Annuity Principal Calculation
The calculation of the principal for the annuity payout is used if we need to find out how much capital (principal) we need to save (or obtain in some other manner) to be able to pay the annuity in the required amount and frequency through the requested period. Let’s say we want to improve our pension, and the goal is to achieve a monthly annuity payout of $1,000 through the first 20 years. By calculating the principal for the annuity payout, we will find out what amount we need to save to be able to pay the required annuity. The annuity payout calculator (above) offers such a calculation.
A Sequence of Annual Returns Is Important (if We Simultaneously Pay Out the Annuity)
The calculation of the annuity payout principal has only an informative purpose. The reason, as with any other calculation where we work simultaneously with the yield and with the deposit/withdrawal from the principal, is the yield uncertainty and irregularity. If our principal is invested in a certain mix of index equity funds and government bonds where we expect an average annual return of 4%, and at the same time we pay a monthly annuity from it, we simplify the reality to make the calculation, and reasoning about the problem, easier. In real life, however, there will be no such situation in which an investment mix achieves an annual return of 4% for 20 consecutive years.
Yields on stock markets fluctuate. One year they can gain 20%, another 13% and the next one lose 10%. For a completely accurate calculation, we would need to know the yield/loss for each year as well as their exact sequence. The exact sequence is important because it affects the final result. If we start paying an annuity and the markets fall by 10% and 15% in the first two years, our principal will decrease rapidly, and with it, the amount of the monthly annuity that we can pay will also decrease. If, on the other hand, we encounter a good ten years and only score a loss in the 11th and 12th years, it will not affect us almost at all. Let’s show it on a simple example.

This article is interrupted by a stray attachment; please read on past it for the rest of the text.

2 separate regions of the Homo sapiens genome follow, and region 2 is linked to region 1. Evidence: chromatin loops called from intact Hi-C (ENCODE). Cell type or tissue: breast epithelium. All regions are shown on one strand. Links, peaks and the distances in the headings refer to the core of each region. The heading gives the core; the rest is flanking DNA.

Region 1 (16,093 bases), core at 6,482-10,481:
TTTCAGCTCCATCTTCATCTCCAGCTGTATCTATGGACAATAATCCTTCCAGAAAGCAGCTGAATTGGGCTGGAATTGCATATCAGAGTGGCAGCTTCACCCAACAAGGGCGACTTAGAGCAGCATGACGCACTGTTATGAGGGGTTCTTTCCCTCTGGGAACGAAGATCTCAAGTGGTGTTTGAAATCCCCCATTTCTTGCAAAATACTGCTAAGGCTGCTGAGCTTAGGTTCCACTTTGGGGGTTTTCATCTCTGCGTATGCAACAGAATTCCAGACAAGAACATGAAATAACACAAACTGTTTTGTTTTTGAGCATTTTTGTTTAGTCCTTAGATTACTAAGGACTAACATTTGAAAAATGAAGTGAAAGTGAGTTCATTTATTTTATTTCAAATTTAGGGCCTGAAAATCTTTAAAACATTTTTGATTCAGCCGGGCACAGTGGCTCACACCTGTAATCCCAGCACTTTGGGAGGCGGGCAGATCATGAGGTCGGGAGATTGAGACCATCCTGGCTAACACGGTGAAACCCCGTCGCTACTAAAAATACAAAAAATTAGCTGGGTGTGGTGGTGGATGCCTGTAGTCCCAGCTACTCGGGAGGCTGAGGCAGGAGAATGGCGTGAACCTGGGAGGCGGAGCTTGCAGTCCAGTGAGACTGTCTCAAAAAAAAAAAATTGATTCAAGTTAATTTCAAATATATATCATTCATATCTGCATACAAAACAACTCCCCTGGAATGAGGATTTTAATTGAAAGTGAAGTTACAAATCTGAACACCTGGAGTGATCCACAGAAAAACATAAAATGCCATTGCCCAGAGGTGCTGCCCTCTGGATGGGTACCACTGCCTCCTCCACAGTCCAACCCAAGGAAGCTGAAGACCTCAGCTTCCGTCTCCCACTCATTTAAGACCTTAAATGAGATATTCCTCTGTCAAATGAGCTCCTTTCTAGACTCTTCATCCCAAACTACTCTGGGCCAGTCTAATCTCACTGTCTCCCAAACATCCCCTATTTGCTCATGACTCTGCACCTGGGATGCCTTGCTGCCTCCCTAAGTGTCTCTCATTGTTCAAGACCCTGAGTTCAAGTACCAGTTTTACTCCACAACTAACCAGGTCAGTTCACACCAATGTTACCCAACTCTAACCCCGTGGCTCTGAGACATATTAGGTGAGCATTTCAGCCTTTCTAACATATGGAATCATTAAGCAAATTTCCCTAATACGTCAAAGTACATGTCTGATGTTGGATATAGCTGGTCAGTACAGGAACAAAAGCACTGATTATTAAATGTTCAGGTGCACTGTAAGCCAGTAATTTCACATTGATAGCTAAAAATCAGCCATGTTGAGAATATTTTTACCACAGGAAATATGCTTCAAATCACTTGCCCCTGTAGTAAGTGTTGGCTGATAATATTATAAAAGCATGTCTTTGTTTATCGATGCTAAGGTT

The principal is $10,000. At the end of each year, we pay out an annuity of $1,000. During the first four years, we will achieve the following yields/losses: +15%, +8%, +5%, -15%. Let’s show two calculations with a different order of these yields:
From best to the worst year
From worst to the best:
As you can see, four years with the same yields in a different order and the resulting difference in the balance at the end of the 4th year is $1,000, which corresponds to 10% of the initial principal.
If we had our principal invested in products with a guaranteed fixed yield, such as government bonds, or in products with small fluctuations in performance (such as real estate or investment products focused on real estate – REIT), then our calculation would be very close to the reality. The accuracy would be better.
On the Contrary, if We Will Not Simultaneously Pay Out the Annuity, the Sequence of Annual Returns Does Not Play a Role
If we didn’t pay out a monthly annuity while still saving, the sequence of annual returns wouldn’t play a role. We know from mathematics that.
Thus, if we invest $10,000 and achieve three years with returns of 10%, 13%, 15%, and one with a loss of 20% and at the same time we do not touch the principal (we do not pay or deposit new funds), it does not matter in what sequence these years occur.
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